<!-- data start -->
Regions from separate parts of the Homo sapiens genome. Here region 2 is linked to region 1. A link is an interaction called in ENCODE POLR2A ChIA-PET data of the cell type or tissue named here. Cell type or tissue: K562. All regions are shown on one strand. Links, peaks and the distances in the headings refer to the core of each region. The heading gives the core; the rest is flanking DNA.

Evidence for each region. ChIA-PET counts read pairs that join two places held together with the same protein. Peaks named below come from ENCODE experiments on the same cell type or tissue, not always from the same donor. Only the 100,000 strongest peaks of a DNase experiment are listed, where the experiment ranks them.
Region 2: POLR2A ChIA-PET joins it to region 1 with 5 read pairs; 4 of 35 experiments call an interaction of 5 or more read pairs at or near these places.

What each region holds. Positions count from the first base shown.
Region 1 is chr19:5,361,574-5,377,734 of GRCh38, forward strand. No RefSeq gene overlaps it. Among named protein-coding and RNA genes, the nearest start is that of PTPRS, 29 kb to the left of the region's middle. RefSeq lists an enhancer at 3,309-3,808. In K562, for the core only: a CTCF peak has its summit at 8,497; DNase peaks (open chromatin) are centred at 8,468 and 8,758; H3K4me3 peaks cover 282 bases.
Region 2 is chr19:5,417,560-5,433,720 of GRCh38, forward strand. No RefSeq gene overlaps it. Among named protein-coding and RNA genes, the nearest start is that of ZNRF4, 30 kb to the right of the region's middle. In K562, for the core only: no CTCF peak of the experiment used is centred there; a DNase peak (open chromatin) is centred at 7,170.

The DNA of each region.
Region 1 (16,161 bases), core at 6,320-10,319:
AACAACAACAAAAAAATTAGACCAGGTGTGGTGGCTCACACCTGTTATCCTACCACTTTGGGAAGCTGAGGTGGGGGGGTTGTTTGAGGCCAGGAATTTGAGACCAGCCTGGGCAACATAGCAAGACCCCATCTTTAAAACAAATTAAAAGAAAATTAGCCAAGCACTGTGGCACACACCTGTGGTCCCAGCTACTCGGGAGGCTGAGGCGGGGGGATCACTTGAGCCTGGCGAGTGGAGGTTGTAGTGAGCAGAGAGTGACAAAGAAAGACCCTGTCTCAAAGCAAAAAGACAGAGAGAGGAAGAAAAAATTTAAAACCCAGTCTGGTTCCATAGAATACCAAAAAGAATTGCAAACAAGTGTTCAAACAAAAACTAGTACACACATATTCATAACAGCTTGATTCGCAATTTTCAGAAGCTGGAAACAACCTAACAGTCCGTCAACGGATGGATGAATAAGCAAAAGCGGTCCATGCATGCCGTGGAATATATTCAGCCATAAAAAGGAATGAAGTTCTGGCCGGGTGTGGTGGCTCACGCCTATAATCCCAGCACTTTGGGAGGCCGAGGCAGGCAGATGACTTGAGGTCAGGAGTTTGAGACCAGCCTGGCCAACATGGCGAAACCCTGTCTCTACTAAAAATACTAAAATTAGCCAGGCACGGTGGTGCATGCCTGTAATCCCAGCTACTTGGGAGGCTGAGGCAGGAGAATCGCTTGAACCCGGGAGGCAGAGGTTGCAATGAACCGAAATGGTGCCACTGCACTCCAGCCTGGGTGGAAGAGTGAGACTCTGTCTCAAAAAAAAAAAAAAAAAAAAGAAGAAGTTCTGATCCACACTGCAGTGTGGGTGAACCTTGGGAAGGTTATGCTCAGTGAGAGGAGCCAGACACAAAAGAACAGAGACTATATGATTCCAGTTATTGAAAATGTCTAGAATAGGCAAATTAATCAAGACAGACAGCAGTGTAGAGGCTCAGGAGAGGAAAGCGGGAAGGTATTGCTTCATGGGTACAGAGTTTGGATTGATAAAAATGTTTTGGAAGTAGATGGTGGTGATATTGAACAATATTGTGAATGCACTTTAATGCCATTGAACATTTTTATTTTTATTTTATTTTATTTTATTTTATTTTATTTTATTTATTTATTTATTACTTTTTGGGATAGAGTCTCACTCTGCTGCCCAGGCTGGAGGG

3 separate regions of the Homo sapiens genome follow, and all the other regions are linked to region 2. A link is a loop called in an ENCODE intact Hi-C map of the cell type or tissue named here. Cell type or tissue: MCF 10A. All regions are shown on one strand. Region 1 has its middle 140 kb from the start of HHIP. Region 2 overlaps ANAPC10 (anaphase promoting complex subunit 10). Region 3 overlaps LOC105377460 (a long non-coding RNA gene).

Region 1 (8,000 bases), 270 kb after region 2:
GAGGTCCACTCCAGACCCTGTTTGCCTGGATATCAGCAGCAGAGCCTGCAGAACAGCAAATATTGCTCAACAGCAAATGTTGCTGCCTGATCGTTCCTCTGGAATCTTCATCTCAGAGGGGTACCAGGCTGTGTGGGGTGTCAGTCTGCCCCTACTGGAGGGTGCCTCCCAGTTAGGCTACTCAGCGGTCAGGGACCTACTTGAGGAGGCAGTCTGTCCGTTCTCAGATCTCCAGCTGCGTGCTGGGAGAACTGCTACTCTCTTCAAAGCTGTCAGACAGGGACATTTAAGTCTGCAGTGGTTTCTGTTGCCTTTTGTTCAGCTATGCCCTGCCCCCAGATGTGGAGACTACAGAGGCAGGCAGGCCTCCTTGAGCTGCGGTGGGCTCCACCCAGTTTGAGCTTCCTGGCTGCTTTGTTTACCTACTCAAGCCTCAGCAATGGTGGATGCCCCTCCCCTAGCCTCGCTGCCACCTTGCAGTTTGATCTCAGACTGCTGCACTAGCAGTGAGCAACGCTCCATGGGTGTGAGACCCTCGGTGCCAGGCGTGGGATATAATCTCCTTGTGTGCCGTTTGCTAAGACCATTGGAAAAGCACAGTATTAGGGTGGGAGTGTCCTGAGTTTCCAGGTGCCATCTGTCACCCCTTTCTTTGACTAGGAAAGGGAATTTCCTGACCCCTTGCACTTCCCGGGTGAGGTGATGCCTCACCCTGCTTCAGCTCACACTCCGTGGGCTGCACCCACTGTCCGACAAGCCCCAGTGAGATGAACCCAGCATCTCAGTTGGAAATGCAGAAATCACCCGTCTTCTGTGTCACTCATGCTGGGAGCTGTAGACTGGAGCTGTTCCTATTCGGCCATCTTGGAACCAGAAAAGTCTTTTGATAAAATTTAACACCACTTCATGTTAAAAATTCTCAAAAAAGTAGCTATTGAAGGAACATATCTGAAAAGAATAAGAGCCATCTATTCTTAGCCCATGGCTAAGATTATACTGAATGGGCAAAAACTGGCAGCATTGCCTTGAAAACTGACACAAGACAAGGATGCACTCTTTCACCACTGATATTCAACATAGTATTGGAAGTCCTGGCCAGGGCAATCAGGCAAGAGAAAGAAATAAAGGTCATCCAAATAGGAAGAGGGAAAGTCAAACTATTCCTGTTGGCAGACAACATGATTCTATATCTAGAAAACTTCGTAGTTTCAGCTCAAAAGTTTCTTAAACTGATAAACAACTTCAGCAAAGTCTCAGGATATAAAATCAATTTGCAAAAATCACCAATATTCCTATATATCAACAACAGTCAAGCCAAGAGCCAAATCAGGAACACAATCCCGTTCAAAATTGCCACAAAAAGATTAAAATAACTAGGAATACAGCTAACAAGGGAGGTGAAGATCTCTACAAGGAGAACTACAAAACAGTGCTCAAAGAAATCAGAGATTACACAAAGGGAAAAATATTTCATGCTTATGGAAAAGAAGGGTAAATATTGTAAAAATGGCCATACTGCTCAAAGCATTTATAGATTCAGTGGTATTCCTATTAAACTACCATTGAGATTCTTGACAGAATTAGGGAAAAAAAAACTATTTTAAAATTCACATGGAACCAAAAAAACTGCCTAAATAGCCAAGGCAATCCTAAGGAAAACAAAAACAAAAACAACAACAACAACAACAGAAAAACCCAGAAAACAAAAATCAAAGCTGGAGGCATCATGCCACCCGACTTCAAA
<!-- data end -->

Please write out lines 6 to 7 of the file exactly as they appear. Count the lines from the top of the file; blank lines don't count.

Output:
Region 2 is chr19:5,417,560-5,433,720 of GRCh38, forward strand. No RefSeq gene overlaps it. Among named protein-coding and RNA genes, the nearest start is that of ZNRF4, 30 kb to the right of the region's middle. In K562, for the core only: no CTCF peak of the experiment used is centred there; a DNase peak (open chromatin) is centred at 7,170.

The DNA of each region.